For confidentiality, I cannot disclose any of my work products done for my employer (but under details you'll find essays about the work and used technologies). However, all of my open source contributions are freely accessible. As most of them are related to my professional work, or even done in the context of it, they pretty accurately showcase my professionalism and capabilities.
Here's a sample of projects I've worked on:
- With the Todo.txt-cli (GitHub commits) task-management productivity tool, I contributed to an established project, and gradually became the main contributor, working closely with the initator of the project, Gina Trapani, and in Aug-2017 joined the new todotxt organization with direct commit access in consultative capacity.
- One of my early plugins for the Vim editor is writebackupVersionControl (GitHub / vim.org). I started development in Oct-2006, and published the first version in Mar-2007. As of Aug-2012, it's been through 20 releases and 3 major revisions.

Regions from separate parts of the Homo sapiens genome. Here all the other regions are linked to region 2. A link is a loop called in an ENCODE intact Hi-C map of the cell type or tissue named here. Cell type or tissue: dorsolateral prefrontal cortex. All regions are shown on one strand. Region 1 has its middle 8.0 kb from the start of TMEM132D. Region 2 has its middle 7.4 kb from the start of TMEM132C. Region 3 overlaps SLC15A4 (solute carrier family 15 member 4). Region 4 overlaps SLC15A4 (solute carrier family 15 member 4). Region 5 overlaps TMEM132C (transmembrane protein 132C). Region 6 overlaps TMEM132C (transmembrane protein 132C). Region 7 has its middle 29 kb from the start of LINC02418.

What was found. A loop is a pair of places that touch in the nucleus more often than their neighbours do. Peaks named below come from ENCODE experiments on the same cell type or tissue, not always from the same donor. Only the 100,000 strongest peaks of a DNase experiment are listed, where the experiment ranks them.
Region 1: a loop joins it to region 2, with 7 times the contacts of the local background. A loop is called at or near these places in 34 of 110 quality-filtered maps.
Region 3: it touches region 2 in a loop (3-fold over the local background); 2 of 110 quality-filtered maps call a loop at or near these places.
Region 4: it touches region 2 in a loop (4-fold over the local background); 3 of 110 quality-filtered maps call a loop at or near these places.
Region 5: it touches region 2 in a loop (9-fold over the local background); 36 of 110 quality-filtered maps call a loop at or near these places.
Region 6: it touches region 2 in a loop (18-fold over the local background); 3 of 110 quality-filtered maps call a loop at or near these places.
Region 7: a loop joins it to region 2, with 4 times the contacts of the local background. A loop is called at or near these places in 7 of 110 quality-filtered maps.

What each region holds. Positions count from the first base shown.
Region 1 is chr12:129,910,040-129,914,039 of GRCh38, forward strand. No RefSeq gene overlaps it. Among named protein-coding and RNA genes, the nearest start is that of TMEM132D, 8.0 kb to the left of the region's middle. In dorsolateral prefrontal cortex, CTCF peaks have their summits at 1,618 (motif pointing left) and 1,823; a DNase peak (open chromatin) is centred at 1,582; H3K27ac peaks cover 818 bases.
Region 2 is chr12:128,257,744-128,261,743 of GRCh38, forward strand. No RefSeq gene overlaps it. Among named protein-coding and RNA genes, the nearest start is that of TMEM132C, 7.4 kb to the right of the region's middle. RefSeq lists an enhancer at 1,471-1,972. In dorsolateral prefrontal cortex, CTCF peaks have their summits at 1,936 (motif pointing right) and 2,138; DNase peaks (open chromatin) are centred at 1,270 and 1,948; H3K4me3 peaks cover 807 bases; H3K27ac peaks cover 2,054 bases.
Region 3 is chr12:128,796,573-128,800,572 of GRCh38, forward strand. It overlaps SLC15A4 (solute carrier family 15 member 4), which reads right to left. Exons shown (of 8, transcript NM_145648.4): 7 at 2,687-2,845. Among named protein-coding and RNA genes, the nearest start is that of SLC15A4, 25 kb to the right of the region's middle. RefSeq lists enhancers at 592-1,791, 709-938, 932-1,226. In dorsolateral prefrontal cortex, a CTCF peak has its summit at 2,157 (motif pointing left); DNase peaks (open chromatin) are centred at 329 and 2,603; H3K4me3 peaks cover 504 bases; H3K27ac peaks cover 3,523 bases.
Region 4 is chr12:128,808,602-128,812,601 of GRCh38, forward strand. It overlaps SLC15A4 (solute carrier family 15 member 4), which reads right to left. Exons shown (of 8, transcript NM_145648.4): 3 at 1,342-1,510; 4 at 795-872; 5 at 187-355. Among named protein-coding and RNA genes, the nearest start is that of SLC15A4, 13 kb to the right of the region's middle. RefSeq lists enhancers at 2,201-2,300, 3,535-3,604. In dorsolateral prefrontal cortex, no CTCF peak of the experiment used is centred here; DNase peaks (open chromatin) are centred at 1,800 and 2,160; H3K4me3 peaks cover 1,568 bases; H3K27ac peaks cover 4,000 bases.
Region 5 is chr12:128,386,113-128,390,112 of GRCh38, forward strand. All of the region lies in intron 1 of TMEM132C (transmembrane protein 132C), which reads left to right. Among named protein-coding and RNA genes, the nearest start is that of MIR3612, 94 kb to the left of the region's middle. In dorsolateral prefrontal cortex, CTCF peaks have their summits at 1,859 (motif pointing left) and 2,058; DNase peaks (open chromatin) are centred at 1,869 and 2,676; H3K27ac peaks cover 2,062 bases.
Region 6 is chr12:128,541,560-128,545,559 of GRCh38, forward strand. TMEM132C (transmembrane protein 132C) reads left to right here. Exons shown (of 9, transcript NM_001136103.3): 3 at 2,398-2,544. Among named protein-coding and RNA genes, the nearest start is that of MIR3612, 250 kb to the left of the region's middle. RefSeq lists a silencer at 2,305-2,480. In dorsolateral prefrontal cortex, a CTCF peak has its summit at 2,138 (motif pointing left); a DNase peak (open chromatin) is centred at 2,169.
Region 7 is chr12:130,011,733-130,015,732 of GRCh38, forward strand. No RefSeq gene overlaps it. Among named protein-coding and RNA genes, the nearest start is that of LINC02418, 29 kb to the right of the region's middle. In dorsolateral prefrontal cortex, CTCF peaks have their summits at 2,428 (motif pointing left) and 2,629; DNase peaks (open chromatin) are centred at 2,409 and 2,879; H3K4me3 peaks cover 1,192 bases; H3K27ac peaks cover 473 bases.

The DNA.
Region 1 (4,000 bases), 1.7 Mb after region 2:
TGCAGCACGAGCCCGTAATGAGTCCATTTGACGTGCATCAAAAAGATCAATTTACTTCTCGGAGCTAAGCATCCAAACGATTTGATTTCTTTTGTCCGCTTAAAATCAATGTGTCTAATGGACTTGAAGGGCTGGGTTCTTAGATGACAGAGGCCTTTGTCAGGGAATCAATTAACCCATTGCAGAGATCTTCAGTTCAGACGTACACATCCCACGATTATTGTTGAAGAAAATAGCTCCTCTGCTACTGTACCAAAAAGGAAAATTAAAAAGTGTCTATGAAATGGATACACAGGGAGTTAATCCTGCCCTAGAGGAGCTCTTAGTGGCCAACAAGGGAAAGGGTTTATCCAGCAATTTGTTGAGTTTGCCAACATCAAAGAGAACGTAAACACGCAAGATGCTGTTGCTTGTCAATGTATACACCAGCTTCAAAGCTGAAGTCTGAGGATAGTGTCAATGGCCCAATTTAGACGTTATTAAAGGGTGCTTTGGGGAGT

- One of my most widely used forks is the Mark Vim plugin (GitHub / vim.org). I took up maintenance after the original author did not react to the patches I'd sent, later got the blessing from the author, and as of Feb-2022, it's been through 36 releases and 2 major revisions.
Though the implementation language, Vimscript, may not mean anything to you, it shows the documentation effort and ongoing maintenance.
- miniDB is a project started in 2019 (a lightweight file-based database supporting CRUD operations with a single lookup key) and is a typical example of the dozens of Bash scripts (with an automated test suite) that I've been implementing most of my personal tooling in.
In my blog, you can read about technical topics I'm interested in. There's a complete list of my web presences, or you may simply go to my GitHub or Stack Overflow profiles.